The hon. Gentleman raised the question of compensation for his constituent, Mr. John Hall, with the Prime Minister last year, and he referred to that in his remarks. At the Prime Minister's request, the Ministry undertook to investigate Mr. Hall's case. The hon. Member for Leicester, East is aware from the Prime Minister's reply of 6 February and from the report attached to it that the initial difficulty in Mr. Hall's case, as with so many others who participated in the test programme, is that there is simply no evidence of his having been exposed to any radiation.

Mr. Hall served with the Royal Air Force as an electrical mechanic. He was not a member of the active handling flight whose task it was to carry out the aircraft decontamination process. There are no records of film badges having been issued to him, nor is there any record of him being exposed to radiation—and we do not expect there to be. By radiation, I mean occupational radiation. As a member of the public, Mr. Hall will have received natural background radiation amounting to 100 mSv or more over his lifetime.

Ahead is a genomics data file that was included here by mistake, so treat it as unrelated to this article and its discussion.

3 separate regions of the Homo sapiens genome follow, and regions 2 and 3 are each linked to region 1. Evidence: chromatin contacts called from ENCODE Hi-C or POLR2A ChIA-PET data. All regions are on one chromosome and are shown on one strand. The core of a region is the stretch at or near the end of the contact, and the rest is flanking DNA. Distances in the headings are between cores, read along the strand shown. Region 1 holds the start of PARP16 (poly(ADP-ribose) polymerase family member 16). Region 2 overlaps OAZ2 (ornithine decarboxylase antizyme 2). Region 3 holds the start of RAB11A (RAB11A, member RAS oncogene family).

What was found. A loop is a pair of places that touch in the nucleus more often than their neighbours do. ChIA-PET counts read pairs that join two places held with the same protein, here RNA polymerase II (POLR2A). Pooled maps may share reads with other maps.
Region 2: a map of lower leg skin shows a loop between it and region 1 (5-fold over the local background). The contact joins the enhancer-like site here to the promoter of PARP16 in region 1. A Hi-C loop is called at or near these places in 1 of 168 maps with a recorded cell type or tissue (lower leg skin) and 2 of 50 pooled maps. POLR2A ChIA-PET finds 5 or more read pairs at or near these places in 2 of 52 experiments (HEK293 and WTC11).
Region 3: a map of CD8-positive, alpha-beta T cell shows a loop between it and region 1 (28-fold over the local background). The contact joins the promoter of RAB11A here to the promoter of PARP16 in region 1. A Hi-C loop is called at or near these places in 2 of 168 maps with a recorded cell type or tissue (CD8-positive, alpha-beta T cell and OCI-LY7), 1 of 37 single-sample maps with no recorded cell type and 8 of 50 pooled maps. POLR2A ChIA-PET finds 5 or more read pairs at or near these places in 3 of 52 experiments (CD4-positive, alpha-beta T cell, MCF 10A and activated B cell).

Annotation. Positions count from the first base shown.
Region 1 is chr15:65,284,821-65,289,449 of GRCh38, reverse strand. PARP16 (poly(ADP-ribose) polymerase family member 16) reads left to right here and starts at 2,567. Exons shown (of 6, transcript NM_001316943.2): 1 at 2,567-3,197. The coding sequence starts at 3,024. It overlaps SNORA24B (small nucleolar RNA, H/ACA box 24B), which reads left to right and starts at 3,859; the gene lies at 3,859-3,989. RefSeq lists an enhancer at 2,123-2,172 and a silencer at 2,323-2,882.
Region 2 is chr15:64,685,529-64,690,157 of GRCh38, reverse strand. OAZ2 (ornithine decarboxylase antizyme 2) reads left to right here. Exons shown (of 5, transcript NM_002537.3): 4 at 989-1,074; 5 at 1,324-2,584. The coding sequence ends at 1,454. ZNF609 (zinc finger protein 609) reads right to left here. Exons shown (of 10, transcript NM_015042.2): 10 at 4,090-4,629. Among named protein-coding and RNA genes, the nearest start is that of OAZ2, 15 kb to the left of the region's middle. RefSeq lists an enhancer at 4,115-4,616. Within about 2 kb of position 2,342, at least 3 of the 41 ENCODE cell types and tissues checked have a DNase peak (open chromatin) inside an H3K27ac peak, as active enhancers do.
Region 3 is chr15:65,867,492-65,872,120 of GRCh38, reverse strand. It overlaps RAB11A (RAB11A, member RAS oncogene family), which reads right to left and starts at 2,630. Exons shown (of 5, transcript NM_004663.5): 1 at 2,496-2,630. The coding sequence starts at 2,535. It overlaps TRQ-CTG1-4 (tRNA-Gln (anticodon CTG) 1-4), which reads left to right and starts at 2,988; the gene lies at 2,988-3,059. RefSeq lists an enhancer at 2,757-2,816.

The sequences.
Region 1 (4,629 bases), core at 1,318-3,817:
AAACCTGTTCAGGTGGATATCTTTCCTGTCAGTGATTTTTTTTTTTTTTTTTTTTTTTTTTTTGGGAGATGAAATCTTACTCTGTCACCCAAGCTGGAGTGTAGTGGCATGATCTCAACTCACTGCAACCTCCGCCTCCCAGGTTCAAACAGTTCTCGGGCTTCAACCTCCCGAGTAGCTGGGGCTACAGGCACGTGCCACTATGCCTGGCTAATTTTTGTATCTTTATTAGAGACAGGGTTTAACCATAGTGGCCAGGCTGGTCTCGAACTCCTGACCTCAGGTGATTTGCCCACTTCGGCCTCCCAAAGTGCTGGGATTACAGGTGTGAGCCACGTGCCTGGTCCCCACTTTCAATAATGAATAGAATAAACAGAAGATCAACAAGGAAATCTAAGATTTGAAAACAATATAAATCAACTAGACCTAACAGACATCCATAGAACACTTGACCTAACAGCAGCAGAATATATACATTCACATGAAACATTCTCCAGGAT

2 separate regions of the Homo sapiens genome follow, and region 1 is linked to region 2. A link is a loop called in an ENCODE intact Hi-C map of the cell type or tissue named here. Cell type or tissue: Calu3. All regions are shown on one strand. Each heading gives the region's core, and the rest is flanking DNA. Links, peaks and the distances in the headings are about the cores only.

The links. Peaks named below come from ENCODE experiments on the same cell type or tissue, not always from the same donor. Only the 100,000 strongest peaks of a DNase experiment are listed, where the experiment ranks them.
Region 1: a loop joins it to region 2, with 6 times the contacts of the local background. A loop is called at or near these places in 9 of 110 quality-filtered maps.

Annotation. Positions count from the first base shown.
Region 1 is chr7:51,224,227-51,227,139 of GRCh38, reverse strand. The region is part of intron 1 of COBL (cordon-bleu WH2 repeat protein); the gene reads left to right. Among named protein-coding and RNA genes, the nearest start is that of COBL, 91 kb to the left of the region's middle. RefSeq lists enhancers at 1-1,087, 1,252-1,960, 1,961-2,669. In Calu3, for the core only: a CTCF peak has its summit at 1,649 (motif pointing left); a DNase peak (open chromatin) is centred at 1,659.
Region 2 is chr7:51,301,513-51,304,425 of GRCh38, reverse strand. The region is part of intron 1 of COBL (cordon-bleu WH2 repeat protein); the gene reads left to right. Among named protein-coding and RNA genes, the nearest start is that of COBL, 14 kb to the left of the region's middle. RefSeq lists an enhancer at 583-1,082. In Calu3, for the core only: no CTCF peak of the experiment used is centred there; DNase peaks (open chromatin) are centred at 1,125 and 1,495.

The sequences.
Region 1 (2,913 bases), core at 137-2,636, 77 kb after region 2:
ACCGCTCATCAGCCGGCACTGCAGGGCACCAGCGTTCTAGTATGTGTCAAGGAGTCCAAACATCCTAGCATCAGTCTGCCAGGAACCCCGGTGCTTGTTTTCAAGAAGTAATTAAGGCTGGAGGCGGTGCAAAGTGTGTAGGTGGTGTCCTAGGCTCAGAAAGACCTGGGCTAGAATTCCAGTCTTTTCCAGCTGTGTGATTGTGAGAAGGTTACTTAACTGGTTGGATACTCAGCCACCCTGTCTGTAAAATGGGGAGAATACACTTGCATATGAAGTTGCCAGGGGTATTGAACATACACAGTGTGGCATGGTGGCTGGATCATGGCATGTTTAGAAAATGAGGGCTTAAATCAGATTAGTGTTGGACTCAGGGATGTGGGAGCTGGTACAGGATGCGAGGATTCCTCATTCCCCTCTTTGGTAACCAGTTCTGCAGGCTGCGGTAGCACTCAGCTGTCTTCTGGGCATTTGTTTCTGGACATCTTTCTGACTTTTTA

In the absence of recorded levels of exposure to occupational radiation, only through the statistical studies of the NRPB can we determine whether there is an elevated incidence of radiation-linked diseases among the test participants involving the possibility of a causal link. That is not to say, however, that we shall consider no claims without dosimeter records. It has been repeatedly made clear that we shall consider any claim where any evidence of exposure to ionising radiation can be adduced.

The Minister says that the door is still open provided evidence can be submitted and examined. One of the problems that I highlighted in my speech is that Mr. Hall has never been interviewed by his officials. Will the Minister please agree to allow Mr. Hall to meet officials so that these questions can be put directly to him? One of the problems is that it took a long time to get a reply from the Prime Minister because we relied on written submissions. If he will agree to Mr. Hall being interviewed by officials, many of the problems of the case could be solved. Will he agree to that?

I shall write to the hon. Gentleman about that. I do not understand how an interview could help because we are talking about the types of cancer from which Mr. Hall suffers. The point is that the NRPB report did not identify Mr. Hall's cancer as being caused by the tests, but I shall come back to the hon. Gentleman on that.